And in the end, the Kabul plant most often has sat idle, as it supplements power from abroad. Current prices for diesel fuel trucked into a war zone have driven its operating costs to around 40 cents per kilowatt-hour, seven times the 6 cents that a kilowatt-hour imported over transmission lines from Turkmenistan, Uzbekistan or Tajikistan costs.

Another U.S.A.I.D. failure was at the Shorandam Industrial Park, near the city of Kandahar, which I visited with American military engineers in April. In 2005, U.S.A.I.D. set out to install 10 diesel generators able to produce 6.6 megawatts together. But it had a dispute with its initial contractor about costs and later said the generators had been damaged by an improvised explosive device.

After the generators sat in storage for five years, the agency contracted with Black & Veatch to finally install them; now the agency hopes to get the facility running this month. Meanwhile, the Corps of Engineers contracted for a 10-megawatt facility on the same site last July; it went into full operation on Dec. 2.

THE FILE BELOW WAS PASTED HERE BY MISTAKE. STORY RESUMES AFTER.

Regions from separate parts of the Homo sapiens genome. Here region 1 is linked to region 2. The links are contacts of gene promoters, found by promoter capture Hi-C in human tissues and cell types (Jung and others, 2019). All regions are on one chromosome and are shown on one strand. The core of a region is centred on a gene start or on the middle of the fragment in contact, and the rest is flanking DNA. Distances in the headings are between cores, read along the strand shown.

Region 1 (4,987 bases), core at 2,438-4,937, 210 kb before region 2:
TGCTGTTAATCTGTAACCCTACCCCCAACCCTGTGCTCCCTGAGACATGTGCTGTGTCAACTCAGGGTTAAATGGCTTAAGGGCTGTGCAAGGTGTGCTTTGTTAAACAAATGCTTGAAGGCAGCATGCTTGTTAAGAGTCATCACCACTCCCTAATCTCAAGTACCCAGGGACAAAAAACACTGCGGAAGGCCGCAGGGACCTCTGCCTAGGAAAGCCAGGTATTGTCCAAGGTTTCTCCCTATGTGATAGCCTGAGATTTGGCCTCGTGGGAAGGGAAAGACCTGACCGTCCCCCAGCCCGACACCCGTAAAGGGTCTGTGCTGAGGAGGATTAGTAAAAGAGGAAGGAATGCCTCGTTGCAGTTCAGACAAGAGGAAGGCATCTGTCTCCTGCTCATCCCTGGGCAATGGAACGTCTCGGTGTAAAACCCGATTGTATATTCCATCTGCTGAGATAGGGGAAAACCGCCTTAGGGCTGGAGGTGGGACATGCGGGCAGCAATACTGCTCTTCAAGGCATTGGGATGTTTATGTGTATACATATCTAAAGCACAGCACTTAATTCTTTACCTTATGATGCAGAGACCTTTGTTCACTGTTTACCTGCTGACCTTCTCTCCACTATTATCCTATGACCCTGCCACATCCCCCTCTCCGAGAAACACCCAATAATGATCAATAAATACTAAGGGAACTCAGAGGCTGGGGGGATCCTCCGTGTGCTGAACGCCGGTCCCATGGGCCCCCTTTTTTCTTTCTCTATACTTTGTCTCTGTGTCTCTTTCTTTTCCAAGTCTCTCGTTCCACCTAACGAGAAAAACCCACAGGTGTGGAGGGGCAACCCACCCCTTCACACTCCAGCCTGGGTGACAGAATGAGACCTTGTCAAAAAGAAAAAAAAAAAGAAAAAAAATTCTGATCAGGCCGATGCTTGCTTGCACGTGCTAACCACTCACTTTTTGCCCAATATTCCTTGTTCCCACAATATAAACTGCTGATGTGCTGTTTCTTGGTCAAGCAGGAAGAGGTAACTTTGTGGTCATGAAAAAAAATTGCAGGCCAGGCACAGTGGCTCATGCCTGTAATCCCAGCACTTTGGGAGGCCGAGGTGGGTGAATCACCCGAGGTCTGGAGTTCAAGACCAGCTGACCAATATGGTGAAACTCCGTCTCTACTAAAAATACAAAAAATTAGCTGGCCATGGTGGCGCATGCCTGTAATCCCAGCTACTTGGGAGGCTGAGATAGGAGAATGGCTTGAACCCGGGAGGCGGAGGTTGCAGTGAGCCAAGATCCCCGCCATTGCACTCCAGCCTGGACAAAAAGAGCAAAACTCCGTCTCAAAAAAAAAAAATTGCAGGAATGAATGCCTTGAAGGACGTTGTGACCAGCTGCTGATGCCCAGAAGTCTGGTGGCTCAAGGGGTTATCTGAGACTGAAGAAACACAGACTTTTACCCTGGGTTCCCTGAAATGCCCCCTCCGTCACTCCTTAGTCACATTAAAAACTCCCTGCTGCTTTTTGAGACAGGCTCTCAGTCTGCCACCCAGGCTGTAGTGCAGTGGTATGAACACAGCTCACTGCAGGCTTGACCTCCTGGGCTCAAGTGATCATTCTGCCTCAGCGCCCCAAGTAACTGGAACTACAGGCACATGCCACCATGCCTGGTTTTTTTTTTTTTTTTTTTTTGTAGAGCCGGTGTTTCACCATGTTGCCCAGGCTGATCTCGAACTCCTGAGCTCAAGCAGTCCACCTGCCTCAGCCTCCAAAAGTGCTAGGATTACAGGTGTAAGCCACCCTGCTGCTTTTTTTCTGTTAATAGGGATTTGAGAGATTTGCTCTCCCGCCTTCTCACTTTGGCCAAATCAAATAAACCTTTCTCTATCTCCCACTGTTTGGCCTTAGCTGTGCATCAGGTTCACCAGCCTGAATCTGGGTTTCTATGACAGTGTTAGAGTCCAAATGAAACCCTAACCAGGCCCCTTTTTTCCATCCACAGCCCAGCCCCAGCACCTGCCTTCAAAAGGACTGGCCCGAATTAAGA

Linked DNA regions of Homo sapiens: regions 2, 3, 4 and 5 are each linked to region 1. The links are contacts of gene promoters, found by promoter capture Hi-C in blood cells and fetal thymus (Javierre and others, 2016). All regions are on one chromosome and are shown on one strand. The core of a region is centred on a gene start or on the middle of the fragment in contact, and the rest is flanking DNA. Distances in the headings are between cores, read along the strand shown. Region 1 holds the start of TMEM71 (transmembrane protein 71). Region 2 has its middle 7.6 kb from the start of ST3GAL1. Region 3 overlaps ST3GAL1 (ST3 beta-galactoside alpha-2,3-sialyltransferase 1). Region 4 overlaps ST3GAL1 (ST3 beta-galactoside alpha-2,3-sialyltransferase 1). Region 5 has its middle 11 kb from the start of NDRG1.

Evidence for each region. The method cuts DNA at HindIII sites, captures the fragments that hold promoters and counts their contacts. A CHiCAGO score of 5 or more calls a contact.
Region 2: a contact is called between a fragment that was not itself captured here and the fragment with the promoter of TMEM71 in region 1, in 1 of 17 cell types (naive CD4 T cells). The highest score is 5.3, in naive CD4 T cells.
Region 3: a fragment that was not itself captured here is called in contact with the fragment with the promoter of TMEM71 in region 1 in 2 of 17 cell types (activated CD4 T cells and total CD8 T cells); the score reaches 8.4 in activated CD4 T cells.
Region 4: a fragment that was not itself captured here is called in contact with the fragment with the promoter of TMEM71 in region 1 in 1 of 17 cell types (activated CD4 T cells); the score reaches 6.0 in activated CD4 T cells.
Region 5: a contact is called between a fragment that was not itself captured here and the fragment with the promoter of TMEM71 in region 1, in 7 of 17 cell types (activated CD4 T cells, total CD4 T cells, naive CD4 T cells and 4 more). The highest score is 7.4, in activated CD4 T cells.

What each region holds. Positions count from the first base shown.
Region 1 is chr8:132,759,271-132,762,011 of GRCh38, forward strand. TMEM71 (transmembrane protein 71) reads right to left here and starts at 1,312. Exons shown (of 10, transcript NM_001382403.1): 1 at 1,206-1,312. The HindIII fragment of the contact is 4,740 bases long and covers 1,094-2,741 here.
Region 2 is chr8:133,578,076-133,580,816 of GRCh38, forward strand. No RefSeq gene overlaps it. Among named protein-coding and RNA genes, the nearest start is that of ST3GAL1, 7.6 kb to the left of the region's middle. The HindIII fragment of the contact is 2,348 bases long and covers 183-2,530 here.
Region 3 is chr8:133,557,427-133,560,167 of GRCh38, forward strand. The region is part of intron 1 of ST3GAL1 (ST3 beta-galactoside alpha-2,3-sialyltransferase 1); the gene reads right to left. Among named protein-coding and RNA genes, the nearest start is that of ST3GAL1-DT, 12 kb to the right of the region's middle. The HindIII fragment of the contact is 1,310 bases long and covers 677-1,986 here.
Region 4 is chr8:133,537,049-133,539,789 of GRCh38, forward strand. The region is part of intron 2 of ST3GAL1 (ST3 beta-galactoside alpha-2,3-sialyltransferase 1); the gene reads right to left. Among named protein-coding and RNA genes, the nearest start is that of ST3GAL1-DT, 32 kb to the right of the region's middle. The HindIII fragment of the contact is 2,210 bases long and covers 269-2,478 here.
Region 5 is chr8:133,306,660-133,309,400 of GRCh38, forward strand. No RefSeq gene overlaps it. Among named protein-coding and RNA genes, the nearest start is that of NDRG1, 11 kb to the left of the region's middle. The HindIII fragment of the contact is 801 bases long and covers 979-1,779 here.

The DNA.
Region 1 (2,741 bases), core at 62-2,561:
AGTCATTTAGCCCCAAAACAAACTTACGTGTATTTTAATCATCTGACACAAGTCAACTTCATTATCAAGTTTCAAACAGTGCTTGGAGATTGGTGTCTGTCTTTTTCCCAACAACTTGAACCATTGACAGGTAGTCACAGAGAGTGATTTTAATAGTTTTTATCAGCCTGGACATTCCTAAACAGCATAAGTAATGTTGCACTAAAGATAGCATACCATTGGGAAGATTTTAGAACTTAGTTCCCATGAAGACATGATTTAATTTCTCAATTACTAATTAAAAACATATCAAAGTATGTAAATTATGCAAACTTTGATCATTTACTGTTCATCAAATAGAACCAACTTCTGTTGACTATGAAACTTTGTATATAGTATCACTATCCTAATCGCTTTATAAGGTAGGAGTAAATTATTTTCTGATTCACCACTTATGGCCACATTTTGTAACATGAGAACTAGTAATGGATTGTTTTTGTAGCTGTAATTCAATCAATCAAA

Why have two American agencies planned two different diesel-generating facilities in the same location, but with different transformers, switches, contractors and manufacturers? That’s a good question — one of many I couldn’t get a sensible answer to in the three weeks I spent in Afghanistan reporting for my magazine on the projects.

Now U.S.A.I.D. is about to start its five-year initiative to rebuild, improve, expand and tie together Afghanistan’s decrepit electrical networks into a single modern grid. It’s an excellent idea, but the agency and the Afghan national utility are not up to the challenge.

In an annex to a U.S.A.I.D. report, dated March 5 and given to me in Afghanistan, the agency outlines a nine-part mechanism for contracting and financing the many projects. It indicates its intention to put the national utility in overall charge, with the agency as a sort of supervisor and intermediary with the Afghan Finance Ministry. Just last week at a briefing in Washington, the utility’s chief executive officer, Abdul Razique Samadi, enthusiastically looked forward to getting to work on the project.